The non-primitive data structure is categorized into the following:
- Array
- Linked list
- Queue
- Tree
- Graph
- Stack
Array
An array is the data type of non-primitive type. It is defined as a set of numbers of the same type of elements or we can say a set of homogeneous elements or data items. It means an array can contain one type of data only, either all floating-point numbers or all characters. Declaration of the array is a follow:
int A[10];
Where int specifies the data type of elements array stores. a is the name of the array, and the number specified inside the square brackets (subscript) is the number of elements an array can store, this is also called the size and length of the array.
Linked list
A linked list can be defined as a collection of a variable number of data items. Lists are the most commonly used non-primitive data structures. An element of the linked list consists of two parts. One part is used to contain the value or parameter. While the other part is used to store the address of the next element of the linked list.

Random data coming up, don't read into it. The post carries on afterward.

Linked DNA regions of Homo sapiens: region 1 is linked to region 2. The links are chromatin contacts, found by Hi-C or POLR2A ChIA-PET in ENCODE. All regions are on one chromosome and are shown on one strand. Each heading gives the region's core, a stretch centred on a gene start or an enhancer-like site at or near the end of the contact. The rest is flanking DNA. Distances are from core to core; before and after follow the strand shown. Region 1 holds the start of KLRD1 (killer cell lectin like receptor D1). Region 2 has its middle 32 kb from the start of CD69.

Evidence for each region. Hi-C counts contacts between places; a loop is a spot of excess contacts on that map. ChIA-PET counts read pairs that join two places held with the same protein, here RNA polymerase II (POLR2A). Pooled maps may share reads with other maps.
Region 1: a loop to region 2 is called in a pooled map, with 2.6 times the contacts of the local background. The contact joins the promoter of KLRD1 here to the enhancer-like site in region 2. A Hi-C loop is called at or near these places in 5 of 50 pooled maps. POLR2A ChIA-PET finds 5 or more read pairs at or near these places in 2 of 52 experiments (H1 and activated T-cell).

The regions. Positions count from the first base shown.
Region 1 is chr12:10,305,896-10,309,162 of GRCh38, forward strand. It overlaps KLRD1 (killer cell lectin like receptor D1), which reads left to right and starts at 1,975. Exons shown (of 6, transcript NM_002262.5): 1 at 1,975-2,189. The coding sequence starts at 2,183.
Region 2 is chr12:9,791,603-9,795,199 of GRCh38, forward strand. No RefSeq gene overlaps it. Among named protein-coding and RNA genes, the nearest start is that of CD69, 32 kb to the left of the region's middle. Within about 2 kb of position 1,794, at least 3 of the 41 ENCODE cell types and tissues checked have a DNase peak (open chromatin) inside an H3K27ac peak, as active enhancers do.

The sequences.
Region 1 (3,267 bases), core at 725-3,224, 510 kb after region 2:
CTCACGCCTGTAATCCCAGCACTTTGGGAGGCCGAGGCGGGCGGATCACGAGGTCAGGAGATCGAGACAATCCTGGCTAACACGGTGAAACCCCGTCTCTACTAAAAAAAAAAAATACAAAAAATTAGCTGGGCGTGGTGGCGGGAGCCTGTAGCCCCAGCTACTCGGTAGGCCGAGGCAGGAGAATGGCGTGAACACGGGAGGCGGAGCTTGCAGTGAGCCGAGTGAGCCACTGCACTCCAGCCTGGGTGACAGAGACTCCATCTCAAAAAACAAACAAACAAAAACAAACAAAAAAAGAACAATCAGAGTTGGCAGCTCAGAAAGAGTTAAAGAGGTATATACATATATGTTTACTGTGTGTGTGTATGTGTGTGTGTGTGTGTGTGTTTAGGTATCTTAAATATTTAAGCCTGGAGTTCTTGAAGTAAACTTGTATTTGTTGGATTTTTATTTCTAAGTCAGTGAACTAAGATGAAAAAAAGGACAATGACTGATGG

Queue
Queues are the first out the type of data structure. In a queue, new elements are added to the queue from one end called REAR. An element removed from the other end called FRONT.
Tree
A tree can be defined as a finite set of data items called nodes. The tree is a nonlinear type of data structure in which data items are arranged in a sorted sequence. Trees represent the hierarchical relationship between various elements. The tree always grows in length towards the bottom of the data structure.
Graph
A graph G (V, E) is a set of vertices V and a set of edges E. An edge connects a pair of vertices. Vertices of the graph are shown as points or circles and edges are drawn as arcs or line segments.
There are two types of graph:
- Undirected graph
- Directed graph
- DSA - Stack
- DSA - Queue
- DSA - Circular Queue
- DSA - Queue using Stacks
- DSA - Linked Lists
- DSA - Array vs Linked List
- DSA - Linear Linked List
- DSA - Circular Linked List
- DSA - Double Ended Queue
- DSA - Stack using Queue
- DSA - Doubly Linked List
- DSA - Binary Trees
- DSA - Binary Search Tree
- DSA - AVL Trees